Foreign investments in China rise 18.9 per cent in September
The number of newly approved foreign invested companies in September increased by nearly 11 per cent increase, a sign according to the Ministry that the mainland's economic recovery is attracting investment, but the figure does not include stocks and other financial assets.
For years, China has been a top destination for foreign investment but double-digit growth rates plunged in late 2007 as foreign companies felt the global downturn and cut spending. Still many continue to invest in the mainland to take advantage of its stronger economic growth compared with other countries.
Expectations that the yuan will rise are also drawing capital to Asia. “Foreign investment may remain at a relatively high level in the coming months as China’s recovery continues to lure investors,” said Lu Zhengwei, an economist at Industrial Bank Co. in Shanghai. “Anticipation that the yuan will rise may draw more funds.”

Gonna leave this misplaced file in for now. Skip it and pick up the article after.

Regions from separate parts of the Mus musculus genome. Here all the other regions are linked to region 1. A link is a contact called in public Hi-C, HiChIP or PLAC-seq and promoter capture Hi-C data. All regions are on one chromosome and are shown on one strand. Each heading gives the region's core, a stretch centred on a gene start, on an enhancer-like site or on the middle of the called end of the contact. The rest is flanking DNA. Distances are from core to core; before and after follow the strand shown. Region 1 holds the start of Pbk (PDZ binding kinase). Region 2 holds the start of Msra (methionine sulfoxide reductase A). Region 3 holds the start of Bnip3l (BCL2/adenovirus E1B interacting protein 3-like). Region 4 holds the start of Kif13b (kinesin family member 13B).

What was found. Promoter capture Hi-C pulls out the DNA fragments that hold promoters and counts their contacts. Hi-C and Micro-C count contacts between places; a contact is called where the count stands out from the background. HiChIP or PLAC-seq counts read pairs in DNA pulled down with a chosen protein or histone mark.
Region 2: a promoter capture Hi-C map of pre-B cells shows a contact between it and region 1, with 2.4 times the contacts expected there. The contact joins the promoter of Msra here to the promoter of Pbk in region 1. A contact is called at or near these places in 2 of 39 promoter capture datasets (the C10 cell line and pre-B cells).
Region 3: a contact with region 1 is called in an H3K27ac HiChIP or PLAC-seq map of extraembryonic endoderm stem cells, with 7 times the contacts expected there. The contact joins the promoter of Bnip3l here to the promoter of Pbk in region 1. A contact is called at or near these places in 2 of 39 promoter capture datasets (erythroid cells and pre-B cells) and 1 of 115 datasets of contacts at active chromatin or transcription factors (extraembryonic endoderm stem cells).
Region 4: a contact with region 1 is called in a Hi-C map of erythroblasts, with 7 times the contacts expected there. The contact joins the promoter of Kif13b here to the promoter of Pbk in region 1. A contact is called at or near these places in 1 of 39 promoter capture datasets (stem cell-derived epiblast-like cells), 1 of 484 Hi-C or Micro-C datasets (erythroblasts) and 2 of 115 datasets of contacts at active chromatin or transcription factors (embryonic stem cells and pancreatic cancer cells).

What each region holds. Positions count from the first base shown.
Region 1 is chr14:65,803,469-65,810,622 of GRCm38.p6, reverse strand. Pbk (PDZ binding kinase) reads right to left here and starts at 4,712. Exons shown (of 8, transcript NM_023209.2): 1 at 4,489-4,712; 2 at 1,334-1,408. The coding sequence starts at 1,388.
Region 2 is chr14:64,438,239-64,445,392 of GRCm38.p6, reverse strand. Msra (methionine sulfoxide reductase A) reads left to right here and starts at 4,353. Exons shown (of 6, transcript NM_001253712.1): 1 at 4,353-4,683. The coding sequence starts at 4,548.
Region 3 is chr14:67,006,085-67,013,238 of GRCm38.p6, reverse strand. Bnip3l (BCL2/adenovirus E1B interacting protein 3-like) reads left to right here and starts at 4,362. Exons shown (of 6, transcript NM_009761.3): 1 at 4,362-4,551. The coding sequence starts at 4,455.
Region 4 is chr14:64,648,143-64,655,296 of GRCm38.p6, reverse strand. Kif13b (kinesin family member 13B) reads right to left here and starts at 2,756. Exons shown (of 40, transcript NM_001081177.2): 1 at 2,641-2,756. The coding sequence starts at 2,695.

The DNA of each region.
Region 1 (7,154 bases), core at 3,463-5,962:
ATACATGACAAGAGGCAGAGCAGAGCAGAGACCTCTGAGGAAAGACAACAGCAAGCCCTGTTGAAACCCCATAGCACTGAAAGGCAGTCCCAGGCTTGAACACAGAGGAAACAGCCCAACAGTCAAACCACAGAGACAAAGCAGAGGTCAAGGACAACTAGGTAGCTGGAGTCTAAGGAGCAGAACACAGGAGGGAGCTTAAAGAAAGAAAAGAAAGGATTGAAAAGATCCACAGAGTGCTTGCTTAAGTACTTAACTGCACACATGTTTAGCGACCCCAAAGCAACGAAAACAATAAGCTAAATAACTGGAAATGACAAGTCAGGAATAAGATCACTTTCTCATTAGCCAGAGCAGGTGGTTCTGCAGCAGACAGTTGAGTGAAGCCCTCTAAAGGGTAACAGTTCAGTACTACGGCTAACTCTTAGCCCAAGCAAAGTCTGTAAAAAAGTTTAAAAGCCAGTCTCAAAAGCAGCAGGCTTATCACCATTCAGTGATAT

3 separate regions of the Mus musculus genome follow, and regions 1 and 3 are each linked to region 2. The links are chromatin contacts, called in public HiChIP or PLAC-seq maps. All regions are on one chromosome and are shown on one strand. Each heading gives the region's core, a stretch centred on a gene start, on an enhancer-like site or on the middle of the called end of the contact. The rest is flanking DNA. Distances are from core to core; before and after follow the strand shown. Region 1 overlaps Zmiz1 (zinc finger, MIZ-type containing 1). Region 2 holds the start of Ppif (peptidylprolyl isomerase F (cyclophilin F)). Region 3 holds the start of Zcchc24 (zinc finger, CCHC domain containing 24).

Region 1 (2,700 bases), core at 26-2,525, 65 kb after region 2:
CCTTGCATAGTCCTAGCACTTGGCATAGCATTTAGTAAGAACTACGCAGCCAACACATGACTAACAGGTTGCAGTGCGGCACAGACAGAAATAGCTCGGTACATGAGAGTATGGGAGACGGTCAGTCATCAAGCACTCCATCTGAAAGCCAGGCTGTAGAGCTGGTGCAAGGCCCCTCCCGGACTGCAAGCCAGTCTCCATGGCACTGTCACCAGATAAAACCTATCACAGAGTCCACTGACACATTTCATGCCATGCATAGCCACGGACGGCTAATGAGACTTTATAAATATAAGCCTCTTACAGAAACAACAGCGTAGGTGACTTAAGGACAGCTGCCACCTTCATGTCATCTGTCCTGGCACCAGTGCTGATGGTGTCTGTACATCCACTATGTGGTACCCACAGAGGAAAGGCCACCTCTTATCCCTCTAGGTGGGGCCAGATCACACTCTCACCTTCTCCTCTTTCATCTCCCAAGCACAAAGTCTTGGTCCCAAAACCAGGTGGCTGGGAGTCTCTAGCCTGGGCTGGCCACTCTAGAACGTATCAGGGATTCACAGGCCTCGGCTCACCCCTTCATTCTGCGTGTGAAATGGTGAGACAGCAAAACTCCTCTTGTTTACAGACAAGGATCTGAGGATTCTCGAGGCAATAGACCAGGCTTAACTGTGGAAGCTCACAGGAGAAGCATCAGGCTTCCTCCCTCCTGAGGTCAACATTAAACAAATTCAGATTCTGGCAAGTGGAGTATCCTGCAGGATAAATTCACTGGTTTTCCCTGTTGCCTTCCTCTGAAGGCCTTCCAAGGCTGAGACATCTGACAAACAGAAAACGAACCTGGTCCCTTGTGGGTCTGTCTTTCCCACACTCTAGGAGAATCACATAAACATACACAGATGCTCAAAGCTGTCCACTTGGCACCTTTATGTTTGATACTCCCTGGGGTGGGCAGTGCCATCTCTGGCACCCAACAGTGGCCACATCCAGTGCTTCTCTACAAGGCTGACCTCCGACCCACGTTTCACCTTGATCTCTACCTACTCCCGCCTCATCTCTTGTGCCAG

Yesterday the yuan reached its highest point in more than 13 months after a government report showed that exports fell at a slower pace in September. Traders are betting that the central bank may let the currency rise at least 2.7 per cent the next year.
China’s General Administration of Customs reported that last month exports fell 15.2 per cent from a year earlier, less that they did in August (- 23.4 per cent).
China’s imports also fell 3.5 per cent (-17 per cent in August) from a year earlier, according to the customs bureau data.
China's trade surplus stood at US$ 135.48 billion for the first nine months of 2009, falling by 26 per cent compared with the same period a year ago.
Last month, the volume of Chinese trade saw better results losing 10.1 per cent over a year ago, compared to 20.6 in August, the customs bureau reported.
Data from the last two days reflect “a continued rebound in global demand,” an analyst with Bloomberg said. Export data show that demand is rising outside China and that the recovery is picking up steam in developed countries.
Given these changes, HSBC Holdings Plc (Europe’s largest bank) has decided to move Chief Executive Officer Michael Geoghegan to Hong Kong from London.
Recently, the HSBC said that China is a “huge” focus and that it will seek to gain more mergers and acquisitions advisory business originating in Hong Kong and China.